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Dr. Amanda Maples Is a Force in African Art Curation

Amanda Maples

In the few years since earning her BA degree in Anthropology at the University of North Carolina, Amanda Maples has already had an impressive career in the Arts. Prior to beginning the graduate program in Visual Studies at UC Santa Cruz’s History of Art and Visual Culture department (HAVC), she was an established force in the field of African art. 

Dr. Maples was a content coordinator with the Smithsonian’s National Museum of African Art and assistant curator at the Yale University Art Gallery, and had edited or co-authored two major book-length publications. When she realized she needed a PhD to move forward in the museum work, she applied to the program at UCSC, receiving her PhD in 2018. 

While she was a graduate student, she also was the Cantor Art Center Curatorial Fellow in African and Indigenous American Arts at Stanford University (2017-18) and curated three major exhibitions. “Although she has only been out of the program for two years, Dr. Maples is among an elite group of American curators who are enacting major changes in how museums work and especially revising the presentation of African art in a museum context,” said HAVC Chair and Professor Elisabeth Cameron, Dr. Maples’ graduate advisor.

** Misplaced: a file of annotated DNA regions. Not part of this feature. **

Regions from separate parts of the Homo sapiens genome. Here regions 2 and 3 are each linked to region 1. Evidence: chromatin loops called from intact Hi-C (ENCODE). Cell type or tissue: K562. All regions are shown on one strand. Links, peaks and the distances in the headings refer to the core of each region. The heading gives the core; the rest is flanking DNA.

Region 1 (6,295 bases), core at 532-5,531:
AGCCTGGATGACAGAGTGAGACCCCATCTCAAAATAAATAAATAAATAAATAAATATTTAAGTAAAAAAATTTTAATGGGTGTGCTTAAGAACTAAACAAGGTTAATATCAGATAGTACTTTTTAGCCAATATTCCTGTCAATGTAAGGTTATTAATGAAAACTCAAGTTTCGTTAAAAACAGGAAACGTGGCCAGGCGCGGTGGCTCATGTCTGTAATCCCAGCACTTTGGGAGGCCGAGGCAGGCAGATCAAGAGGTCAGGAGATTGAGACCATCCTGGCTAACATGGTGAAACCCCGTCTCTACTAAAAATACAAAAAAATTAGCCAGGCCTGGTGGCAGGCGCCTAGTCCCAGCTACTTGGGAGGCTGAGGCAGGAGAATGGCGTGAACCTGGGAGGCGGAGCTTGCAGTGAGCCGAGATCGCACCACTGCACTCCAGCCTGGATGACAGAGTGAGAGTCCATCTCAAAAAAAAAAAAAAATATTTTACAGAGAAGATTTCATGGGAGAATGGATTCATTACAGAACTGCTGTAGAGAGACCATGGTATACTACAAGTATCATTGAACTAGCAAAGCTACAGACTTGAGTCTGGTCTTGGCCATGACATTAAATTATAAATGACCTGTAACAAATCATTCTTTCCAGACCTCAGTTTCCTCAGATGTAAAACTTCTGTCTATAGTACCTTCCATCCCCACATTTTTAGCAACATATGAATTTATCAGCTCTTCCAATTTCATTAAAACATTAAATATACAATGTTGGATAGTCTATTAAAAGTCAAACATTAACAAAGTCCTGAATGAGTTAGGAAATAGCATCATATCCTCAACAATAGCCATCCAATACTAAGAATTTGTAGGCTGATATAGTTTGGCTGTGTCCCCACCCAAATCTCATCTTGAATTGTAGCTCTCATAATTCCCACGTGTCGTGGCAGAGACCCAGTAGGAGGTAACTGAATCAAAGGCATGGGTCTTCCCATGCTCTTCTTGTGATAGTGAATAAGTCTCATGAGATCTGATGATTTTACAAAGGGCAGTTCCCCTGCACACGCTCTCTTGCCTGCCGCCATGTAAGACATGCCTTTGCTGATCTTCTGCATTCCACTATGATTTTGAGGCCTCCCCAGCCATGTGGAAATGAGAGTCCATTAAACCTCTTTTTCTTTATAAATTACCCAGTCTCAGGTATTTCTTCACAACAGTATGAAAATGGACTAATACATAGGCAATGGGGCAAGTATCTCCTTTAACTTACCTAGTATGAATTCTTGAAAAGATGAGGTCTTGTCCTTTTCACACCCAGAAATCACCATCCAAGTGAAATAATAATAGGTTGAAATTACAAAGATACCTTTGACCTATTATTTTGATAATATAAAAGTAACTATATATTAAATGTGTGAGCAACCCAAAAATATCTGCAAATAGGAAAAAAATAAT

When she attained her PhD, Dr. Maples accepted the position of curator of African Art at the North Carolina Museum of Art. One of her recent exhibitions, Good as Gold: Fashioning Senegalese Women, was given an excellent review by renowned New York Times art critic Holland Coller and it has been very well received by the press and public. In addition, Dr. Maples was interviewed by Nurith Aizenman on NPR.

Dr. Maples, who is originally from North Carolina, expressed that she hopes to continue to engage the region’s public in the global beauty and power of Africa’s arts through ground-breaking exhibitions, publications, and programming.